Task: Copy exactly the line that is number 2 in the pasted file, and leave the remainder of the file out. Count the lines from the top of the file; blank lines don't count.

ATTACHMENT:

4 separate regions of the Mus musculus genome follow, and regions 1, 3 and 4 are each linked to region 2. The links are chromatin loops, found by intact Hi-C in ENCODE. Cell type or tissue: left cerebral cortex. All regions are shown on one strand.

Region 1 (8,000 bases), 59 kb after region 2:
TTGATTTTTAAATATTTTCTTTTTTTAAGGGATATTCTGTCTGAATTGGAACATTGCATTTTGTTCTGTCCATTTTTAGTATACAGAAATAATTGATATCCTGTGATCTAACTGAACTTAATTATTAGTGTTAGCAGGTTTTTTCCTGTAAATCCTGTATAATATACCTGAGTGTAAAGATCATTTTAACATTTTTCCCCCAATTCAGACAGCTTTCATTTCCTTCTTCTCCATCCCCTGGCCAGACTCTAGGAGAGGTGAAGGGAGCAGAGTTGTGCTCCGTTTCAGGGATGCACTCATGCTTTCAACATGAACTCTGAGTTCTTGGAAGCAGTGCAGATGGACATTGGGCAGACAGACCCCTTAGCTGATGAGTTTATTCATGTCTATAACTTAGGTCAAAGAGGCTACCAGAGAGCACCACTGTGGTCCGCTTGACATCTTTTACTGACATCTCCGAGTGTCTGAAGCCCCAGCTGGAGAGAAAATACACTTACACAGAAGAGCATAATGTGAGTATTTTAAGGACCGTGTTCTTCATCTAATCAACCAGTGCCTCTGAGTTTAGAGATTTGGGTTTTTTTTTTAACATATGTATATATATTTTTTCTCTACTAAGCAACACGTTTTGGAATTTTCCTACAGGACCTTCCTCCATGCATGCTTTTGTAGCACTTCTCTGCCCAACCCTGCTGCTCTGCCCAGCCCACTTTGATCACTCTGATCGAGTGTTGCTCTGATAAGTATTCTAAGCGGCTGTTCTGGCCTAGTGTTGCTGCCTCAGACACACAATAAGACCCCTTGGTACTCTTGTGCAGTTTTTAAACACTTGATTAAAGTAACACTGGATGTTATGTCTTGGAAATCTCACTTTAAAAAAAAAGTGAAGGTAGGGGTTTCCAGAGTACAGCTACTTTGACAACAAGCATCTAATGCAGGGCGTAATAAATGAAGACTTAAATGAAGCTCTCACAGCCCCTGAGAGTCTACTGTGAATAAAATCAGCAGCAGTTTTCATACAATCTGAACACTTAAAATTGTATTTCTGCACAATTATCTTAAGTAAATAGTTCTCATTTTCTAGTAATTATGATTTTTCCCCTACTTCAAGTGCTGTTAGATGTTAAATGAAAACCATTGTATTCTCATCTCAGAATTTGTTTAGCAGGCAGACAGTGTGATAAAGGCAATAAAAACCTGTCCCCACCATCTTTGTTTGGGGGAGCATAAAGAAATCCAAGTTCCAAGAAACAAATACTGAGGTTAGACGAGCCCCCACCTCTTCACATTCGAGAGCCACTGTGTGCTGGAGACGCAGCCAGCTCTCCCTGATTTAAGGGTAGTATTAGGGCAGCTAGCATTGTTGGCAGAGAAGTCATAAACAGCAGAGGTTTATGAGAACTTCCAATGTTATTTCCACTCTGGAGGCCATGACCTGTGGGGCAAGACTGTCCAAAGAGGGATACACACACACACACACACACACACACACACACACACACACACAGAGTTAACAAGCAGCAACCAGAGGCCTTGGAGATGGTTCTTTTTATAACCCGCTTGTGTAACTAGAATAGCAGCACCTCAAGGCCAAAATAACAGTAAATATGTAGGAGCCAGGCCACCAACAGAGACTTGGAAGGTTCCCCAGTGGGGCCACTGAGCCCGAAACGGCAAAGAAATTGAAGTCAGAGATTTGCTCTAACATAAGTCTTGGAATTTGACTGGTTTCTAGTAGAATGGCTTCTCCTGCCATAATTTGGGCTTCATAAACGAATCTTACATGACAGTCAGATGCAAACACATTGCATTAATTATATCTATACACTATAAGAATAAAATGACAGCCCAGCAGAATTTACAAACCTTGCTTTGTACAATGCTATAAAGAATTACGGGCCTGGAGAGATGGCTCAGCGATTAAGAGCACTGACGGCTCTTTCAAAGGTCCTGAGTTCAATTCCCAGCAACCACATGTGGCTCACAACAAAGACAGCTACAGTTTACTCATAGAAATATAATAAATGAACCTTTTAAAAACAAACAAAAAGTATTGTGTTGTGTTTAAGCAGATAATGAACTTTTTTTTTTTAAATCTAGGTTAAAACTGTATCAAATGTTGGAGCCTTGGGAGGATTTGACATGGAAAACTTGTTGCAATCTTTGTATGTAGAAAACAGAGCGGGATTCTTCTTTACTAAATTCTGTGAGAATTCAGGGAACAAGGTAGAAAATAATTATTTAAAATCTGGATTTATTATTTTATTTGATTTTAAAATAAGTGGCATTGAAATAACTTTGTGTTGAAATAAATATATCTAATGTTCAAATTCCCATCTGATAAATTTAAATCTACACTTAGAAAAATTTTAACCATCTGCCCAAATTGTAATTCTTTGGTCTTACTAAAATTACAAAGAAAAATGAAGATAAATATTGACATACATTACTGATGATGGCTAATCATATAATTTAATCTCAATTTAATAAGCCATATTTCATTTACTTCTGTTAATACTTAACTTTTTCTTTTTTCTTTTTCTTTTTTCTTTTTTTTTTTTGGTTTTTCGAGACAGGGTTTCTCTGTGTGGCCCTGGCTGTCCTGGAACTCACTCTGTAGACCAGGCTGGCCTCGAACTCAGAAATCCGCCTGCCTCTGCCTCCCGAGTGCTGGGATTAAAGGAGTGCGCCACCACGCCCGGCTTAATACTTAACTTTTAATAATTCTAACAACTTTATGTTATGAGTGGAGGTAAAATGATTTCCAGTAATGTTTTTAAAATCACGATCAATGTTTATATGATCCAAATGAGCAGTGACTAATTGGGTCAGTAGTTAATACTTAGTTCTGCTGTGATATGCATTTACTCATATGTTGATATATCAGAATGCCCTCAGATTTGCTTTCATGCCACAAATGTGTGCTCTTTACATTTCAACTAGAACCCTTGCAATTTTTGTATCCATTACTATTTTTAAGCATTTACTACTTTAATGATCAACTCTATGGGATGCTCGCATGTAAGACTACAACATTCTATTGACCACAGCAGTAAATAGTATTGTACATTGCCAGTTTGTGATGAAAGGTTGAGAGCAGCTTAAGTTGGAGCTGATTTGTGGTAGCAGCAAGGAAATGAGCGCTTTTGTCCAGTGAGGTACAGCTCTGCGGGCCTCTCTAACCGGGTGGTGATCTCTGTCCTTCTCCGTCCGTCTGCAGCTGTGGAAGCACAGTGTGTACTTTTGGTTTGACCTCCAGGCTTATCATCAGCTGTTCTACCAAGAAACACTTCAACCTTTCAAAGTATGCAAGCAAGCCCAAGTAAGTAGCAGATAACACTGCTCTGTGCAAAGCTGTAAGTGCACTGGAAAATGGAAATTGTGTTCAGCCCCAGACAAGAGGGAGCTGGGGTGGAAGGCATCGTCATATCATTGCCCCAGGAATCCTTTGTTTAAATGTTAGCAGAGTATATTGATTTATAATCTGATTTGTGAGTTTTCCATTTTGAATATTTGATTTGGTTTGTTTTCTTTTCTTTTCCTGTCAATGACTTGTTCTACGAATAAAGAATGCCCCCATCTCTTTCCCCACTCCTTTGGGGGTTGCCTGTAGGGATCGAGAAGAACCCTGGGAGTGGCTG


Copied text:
Region 1 (8,000 bases), 59 kb after region 2: